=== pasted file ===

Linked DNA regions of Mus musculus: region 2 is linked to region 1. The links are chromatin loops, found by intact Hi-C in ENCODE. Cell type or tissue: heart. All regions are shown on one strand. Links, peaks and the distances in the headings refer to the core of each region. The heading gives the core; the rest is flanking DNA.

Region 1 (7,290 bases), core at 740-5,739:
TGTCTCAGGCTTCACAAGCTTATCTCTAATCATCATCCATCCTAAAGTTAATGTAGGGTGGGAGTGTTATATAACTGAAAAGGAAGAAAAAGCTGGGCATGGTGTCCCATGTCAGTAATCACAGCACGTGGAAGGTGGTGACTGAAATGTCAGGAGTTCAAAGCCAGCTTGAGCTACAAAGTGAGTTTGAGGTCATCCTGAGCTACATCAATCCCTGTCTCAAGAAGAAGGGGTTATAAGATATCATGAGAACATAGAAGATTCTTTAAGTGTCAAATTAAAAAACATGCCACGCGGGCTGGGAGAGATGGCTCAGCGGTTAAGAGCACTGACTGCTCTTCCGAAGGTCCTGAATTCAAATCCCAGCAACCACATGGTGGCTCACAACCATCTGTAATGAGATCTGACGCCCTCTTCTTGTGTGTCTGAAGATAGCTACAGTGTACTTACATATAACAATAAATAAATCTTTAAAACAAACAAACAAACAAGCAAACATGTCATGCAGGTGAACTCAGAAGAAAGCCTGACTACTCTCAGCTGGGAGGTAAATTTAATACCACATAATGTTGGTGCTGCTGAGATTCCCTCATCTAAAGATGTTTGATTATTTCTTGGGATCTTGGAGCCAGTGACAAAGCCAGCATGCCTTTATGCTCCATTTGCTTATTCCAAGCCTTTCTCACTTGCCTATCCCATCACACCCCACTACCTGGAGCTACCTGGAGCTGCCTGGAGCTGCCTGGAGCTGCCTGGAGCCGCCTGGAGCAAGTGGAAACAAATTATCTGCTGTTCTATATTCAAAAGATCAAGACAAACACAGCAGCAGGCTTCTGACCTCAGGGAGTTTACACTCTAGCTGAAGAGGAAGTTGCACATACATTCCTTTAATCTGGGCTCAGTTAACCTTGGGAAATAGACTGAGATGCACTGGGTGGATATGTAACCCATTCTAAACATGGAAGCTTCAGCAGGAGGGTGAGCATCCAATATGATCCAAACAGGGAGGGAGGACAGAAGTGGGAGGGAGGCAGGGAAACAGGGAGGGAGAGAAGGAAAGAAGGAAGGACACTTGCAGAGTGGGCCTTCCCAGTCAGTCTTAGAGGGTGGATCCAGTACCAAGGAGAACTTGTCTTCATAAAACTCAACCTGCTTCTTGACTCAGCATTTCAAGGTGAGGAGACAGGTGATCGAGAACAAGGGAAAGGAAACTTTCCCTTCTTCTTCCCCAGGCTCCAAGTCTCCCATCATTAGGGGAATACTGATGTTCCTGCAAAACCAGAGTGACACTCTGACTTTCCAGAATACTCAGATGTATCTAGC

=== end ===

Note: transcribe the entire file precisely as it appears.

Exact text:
Linked DNA regions of Mus musculus: region 2 is linked to region 1. The links are chromatin loops, found by intact Hi-C in ENCODE. Cell type or tissue: heart. All regions are shown on one strand. Links, peaks and the distances in the headings refer to the core of each region. The heading gives the core; the rest is flanking DNA.

Region 1 (7,290 bases), core at 740-5,739:
TGTCTCAGGCTTCACAAGCTTATCTCTAATCATCATCCATCCTAAAGTTAATGTAGGGTGGGAGTGTTATATAACTGAAAAGGAAGAAAAAGCTGGGCATGGTGTCCCATGTCAGTAATCACAGCACGTGGAAGGTGGTGACTGAAATGTCAGGAGTTCAAAGCCAGCTTGAGCTACAAAGTGAGTTTGAGGTCATCCTGAGCTACATCAATCCCTGTCTCAAGAAGAAGGGGTTATAAGATATCATGAGAACATAGAAGATTCTTTAAGTGTCAAATTAAAAAACATGCCACGCGGGCTGGGAGAGATGGCTCAGCGGTTAAGAGCACTGACTGCTCTTCCGAAGGTCCTGAATTCAAATCCCAGCAACCACATGGTGGCTCACAACCATCTGTAATGAGATCTGACGCCCTCTTCTTGTGTGTCTGAAGATAGCTACAGTGTACTTACATATAACAATAAATAAATCTTTAAAACAAACAAACAAACAAGCAAACATGTCATGCAGGTGAACTCAGAAGAAAGCCTGACTACTCTCAGCTGGGAGGTAAATTTAATACCACATAATGTTGGTGCTGCTGAGATTCCCTCATCTAAAGATGTTTGATTATTTCTTGGGATCTTGGAGCCAGTGACAAAGCCAGCATGCCTTTATGCTCCATTTGCTTATTCCAAGCCTTTCTCACTTGCCTATCCCATCACACCCCACTACCTGGAGCTACCTGGAGCTGCCTGGAGCTGCCTGGAGCTGCCTGGAGCCGCCTGGAGCAAGTGGAAACAAATTATCTGCTGTTCTATATTCAAAAGATCAAGACAAACACAGCAGCAGGCTTCTGACCTCAGGGAGTTTACACTCTAGCTGAAGAGGAAGTTGCACATACATTCCTTTAATCTGGGCTCAGTTAACCTTGGGAAATAGACTGAGATGCACTGGGTGGATATGTAACCCATTCTAAACATGGAAGCTTCAGCAGGAGGGTGAGCATCCAATATGATCCAAACAGGGAGGGAGGACAGAAGTGGGAGGGAGGCAGGGAAACAGGGAGGGAGAGAAGGAAAGAAGGAAGGACACTTGCAGAGTGGGCCTTCCCAGTCAGTCTTAGAGGGTGGATCCAGTACCAAGGAGAACTTGTCTTCATAAAACTCAACCTGCTTCTTGACTCAGCATTTCAAGGTGAGGAGACAGGTGATCGAGAACAAGGGAAAGGAAACTTTCCCTTCTTCTTCCCCAGGCTCCAAGTCTCCCATCATTAGGGGAATACTGATGTTCCTGCAAAACCAGAGTGACACTCTGACTTTCCAGAATACTCAGATGTATCTAGC